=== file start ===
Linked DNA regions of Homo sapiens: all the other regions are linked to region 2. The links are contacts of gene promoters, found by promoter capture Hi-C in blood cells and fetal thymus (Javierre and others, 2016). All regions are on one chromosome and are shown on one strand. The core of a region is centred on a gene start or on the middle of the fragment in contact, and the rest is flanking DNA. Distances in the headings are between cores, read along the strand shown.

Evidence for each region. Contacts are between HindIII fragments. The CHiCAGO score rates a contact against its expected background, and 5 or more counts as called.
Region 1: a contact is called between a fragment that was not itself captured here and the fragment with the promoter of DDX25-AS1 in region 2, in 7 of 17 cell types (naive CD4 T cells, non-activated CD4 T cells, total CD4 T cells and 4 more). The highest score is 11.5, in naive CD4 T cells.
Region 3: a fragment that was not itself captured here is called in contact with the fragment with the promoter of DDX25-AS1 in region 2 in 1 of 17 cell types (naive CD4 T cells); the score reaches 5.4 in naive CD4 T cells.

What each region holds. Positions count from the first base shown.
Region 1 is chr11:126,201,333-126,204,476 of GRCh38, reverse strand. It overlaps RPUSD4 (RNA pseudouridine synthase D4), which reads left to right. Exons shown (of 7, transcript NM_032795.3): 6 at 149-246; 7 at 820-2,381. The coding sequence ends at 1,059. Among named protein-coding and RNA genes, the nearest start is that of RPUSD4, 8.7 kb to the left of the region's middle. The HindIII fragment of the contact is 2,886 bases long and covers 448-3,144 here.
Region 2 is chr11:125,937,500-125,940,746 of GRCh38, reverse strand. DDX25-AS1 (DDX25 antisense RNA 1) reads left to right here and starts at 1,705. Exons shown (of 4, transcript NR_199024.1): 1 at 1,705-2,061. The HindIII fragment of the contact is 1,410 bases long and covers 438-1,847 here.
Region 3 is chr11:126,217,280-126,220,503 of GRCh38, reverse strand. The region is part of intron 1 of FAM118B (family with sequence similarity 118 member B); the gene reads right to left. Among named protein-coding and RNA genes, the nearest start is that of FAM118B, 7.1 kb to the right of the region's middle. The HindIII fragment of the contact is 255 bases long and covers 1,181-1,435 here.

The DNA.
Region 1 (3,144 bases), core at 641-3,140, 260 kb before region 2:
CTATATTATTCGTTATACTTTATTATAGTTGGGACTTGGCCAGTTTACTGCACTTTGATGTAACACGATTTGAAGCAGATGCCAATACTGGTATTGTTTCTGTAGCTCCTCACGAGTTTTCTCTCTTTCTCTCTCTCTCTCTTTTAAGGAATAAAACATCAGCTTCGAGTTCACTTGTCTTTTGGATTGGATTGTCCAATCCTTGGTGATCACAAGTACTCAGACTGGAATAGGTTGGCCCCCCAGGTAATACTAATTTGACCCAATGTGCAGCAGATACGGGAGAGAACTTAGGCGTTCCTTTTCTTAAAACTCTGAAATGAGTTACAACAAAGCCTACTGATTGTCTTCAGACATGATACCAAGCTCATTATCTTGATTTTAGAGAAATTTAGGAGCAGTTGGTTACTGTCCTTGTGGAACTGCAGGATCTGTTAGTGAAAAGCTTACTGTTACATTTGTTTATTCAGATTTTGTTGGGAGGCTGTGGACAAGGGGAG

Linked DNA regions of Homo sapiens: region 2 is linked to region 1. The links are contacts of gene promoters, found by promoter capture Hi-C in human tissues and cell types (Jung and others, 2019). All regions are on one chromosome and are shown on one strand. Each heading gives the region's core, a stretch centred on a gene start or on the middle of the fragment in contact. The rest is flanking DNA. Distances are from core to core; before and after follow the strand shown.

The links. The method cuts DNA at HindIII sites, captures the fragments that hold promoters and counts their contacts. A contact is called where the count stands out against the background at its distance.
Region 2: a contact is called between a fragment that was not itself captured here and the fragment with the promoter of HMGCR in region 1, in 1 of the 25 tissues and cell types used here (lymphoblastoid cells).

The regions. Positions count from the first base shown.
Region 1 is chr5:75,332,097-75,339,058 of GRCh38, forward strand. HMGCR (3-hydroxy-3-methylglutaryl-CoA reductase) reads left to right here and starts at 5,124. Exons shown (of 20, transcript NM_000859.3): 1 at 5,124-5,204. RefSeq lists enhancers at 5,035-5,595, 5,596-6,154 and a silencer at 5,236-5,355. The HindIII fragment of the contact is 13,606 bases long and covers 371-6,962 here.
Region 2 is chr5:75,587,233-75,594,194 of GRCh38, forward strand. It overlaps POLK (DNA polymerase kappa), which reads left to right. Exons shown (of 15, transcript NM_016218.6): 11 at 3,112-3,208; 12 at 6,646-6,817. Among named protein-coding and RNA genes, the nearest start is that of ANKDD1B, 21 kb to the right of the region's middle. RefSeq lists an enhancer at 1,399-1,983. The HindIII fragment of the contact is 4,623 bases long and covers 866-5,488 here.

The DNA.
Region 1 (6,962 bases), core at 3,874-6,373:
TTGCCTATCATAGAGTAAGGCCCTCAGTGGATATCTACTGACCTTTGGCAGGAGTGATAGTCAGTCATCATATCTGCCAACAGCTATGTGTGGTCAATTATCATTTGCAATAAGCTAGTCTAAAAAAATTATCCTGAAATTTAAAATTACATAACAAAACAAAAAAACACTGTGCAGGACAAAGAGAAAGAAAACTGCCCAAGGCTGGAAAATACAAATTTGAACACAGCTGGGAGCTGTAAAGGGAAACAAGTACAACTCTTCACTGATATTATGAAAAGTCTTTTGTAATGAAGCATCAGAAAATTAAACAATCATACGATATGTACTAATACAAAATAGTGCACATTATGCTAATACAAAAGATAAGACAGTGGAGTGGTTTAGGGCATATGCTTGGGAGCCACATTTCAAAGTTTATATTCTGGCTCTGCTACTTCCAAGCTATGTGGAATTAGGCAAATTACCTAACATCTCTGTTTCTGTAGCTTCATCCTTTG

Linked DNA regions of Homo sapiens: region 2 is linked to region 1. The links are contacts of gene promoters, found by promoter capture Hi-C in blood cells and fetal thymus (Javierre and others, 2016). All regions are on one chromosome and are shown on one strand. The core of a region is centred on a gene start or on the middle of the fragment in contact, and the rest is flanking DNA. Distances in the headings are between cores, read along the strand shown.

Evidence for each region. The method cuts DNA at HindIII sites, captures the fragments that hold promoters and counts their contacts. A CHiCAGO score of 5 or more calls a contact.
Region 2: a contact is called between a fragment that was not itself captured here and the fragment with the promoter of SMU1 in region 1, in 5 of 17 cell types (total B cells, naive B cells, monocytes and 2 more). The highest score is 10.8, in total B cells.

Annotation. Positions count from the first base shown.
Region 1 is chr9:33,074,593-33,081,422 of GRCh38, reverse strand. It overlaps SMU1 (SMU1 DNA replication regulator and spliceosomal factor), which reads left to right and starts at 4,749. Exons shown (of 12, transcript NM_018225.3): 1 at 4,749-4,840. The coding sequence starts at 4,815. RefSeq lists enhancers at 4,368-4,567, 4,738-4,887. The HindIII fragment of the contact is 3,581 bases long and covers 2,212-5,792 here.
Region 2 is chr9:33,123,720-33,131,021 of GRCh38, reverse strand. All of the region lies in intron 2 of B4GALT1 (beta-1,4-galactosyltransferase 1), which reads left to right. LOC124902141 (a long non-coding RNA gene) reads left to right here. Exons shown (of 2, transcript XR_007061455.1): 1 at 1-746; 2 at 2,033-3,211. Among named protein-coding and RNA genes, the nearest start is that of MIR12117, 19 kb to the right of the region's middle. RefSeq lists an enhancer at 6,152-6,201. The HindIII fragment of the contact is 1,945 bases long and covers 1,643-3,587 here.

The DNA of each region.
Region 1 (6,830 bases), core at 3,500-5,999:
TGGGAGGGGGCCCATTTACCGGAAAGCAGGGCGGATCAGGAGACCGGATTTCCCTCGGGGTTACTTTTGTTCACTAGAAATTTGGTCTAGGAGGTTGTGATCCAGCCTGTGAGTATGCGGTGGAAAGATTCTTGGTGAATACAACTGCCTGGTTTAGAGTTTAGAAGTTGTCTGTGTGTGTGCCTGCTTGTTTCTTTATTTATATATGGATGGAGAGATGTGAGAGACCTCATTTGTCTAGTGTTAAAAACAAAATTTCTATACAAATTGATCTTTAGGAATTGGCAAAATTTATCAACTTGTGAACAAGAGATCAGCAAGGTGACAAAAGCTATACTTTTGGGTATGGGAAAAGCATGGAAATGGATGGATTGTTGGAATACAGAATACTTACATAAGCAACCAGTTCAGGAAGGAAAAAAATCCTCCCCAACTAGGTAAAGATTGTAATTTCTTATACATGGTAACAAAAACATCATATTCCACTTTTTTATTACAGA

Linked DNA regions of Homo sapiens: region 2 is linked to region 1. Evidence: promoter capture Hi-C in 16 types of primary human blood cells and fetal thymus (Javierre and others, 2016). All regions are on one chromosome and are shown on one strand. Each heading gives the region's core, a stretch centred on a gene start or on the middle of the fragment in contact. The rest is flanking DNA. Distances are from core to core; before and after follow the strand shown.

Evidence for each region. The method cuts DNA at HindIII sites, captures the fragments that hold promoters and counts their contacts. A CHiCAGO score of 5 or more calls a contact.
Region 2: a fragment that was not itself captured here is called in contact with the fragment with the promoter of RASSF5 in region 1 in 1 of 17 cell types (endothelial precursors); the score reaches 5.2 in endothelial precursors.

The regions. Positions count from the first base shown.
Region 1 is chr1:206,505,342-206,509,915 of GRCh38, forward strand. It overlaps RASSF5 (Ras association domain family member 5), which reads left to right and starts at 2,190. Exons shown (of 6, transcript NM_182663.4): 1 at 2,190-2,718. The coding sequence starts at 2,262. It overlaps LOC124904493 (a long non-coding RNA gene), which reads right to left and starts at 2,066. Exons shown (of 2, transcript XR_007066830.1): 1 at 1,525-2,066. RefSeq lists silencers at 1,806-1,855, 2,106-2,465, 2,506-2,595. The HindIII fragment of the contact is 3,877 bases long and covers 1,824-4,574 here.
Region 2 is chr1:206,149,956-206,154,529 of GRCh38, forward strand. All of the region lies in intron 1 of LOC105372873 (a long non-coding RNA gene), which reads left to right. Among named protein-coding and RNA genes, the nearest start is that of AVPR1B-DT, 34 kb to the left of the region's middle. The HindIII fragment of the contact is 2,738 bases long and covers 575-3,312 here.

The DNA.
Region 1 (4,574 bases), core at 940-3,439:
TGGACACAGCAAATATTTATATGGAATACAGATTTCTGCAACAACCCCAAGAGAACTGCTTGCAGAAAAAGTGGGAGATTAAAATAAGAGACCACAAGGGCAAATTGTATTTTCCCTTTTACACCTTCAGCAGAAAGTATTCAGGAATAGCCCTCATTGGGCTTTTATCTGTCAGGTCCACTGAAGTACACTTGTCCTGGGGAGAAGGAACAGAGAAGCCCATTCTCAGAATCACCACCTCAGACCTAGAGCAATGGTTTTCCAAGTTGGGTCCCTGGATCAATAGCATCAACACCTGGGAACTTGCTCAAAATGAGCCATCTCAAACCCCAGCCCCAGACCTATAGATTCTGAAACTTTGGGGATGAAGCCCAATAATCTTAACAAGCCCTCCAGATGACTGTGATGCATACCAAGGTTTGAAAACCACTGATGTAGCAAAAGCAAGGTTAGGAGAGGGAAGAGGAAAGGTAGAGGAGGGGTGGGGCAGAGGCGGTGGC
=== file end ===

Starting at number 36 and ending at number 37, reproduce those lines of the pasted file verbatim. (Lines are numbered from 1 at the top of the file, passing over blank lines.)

The DNA.
Region 1 (4,574 bases), core at 940-3,439: